Symptoms, risk factors and treatments of Bronchiolitis obliterans organizing pneumonia (Medical Condition) Bronchiolitis obliterans organizing pneumonia is a non-infectious pneumonia; specifically, an inflammation of the bronchioles and surrounding tissue in the lungs This video contains general medical information If in doubt, always seek professional medical advice. The medical information is not advice and should not be treated as such. The medical information is provided without any representations or warranties, express or implied. We do not warrant or represent that the medical information on this websiteis true, accurate, complete, current or non-misleading Music: 'Undaunted' Kevin Macleod CC-BY-3.0 Source/Images: "Bronchiolitis obliterans organizing pneumonia" CC-BY-2.5 https://www.freebase.com/m/08f8r0
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Usual interstitial pneumonia is a form of lung disease characterized by progressive scarring of both lungs. The scarring involves the supporting framework of the lung. UIP is thus classified as a form of interstitial lung disease. The term "usual" refers to the fact that UIP is the most common form of interstitial fibrosis. "Pneumonia" indicates "lung abnormality", which includes fibrosis and inflammation. A term previously used for UIP in the British literature is cryptogenic fibrosing alveolitis, a term that has fallen out of favor since the basic underlying pathology is now thought to be fibrosis, not inflammation. This video is targeted to blind users. Attribution: Article text available under CC-BY-SA Creative Commons image source in video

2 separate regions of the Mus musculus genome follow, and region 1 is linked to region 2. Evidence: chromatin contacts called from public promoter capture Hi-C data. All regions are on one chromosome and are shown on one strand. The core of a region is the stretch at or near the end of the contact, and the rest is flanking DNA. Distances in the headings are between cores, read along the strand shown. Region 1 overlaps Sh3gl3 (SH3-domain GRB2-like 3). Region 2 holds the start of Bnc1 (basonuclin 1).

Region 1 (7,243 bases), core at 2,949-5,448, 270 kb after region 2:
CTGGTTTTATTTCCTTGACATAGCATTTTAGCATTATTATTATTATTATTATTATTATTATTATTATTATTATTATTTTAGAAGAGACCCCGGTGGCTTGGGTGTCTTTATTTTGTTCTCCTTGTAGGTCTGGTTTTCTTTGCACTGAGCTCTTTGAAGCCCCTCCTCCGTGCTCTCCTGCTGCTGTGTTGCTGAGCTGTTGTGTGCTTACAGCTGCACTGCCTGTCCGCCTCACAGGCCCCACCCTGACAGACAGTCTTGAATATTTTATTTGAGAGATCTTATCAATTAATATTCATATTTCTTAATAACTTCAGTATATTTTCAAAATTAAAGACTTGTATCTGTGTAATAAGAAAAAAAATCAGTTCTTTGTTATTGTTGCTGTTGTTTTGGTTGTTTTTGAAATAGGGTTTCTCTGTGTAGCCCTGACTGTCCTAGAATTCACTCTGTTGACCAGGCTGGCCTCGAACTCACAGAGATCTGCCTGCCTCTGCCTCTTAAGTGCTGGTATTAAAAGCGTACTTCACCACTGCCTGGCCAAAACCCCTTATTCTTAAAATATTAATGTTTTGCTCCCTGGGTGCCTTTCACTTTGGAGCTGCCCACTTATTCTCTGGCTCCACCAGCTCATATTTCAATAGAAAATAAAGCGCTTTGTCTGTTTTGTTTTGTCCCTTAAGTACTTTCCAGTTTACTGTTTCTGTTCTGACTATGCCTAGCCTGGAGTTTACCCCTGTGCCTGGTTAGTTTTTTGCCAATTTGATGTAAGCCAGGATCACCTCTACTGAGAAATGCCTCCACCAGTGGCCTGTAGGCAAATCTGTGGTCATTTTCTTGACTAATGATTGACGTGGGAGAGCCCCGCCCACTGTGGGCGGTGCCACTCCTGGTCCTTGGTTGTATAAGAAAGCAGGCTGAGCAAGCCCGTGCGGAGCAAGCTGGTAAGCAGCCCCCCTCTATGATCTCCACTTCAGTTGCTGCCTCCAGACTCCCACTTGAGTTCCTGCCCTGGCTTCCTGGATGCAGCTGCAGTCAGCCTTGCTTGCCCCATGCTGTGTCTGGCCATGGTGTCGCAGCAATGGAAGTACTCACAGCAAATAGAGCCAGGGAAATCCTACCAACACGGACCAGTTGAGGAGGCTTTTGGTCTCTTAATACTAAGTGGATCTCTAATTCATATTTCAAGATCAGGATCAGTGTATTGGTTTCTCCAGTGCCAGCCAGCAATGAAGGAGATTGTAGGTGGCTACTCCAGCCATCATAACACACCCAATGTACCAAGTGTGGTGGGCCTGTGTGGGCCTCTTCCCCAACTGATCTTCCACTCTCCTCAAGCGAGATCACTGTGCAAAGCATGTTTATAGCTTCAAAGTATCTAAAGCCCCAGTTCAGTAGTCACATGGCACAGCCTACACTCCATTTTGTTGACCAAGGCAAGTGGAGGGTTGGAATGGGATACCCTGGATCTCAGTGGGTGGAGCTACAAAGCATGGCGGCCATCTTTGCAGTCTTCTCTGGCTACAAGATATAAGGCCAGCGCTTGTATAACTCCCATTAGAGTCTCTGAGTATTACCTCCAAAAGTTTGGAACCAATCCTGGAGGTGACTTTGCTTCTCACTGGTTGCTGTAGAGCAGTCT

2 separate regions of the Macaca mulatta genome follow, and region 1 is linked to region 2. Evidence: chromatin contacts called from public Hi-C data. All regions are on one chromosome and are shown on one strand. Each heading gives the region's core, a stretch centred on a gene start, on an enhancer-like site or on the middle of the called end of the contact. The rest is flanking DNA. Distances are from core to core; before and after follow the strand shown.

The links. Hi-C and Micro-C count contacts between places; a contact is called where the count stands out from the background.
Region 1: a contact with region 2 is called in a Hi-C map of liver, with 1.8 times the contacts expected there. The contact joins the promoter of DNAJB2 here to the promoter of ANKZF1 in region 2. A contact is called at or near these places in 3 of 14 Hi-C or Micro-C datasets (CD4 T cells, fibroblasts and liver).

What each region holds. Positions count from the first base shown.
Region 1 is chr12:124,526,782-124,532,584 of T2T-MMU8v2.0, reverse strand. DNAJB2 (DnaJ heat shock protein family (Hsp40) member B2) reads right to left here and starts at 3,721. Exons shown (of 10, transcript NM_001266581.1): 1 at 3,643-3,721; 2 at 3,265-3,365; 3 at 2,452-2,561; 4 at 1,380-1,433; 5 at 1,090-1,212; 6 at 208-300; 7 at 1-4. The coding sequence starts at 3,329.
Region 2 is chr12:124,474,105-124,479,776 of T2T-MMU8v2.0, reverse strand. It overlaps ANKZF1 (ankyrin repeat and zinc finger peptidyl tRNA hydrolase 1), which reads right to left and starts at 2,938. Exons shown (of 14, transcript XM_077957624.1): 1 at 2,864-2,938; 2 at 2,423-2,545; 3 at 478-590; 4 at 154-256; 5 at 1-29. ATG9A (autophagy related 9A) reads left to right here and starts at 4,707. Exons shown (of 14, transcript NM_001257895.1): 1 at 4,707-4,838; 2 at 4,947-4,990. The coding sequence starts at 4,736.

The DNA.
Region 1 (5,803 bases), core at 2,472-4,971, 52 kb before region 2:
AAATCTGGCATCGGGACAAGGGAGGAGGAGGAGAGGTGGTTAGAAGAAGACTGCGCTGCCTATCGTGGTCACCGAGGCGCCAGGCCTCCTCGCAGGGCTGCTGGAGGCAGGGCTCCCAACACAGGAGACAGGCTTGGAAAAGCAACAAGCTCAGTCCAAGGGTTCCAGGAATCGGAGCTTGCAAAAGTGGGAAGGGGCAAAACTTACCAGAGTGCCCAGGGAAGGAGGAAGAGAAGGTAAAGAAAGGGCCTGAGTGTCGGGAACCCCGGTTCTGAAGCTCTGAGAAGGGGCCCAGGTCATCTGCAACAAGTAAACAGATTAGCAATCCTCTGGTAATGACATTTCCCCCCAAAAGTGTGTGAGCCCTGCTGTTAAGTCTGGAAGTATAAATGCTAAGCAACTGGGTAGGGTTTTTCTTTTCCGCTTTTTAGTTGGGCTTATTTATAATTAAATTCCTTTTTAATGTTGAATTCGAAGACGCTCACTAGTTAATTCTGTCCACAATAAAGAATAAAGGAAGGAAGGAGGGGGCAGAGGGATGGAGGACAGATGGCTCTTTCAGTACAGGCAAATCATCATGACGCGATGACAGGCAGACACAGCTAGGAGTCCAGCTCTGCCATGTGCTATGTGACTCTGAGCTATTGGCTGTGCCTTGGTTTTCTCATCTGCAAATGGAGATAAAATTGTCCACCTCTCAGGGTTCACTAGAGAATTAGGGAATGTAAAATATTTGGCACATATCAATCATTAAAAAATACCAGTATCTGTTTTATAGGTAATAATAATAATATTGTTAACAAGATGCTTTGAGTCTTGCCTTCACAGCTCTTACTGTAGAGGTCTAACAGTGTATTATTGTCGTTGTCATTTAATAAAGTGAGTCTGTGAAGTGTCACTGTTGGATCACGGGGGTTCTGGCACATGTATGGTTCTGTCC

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Visit https://www.annenberg.net/medEd/55970/ for the entire CE/CME activity. Steven Nathan, MD, and Imre Noth, MD, provide their insights into the challenging management of patients with an interstitial lung disease (ILD). They discuss key considerations in the diagnosis and differential diagnosis of an ILD and the evolution in individualized treatment, including palliative care.
Views: 21 Annenberg Center for Health Sciences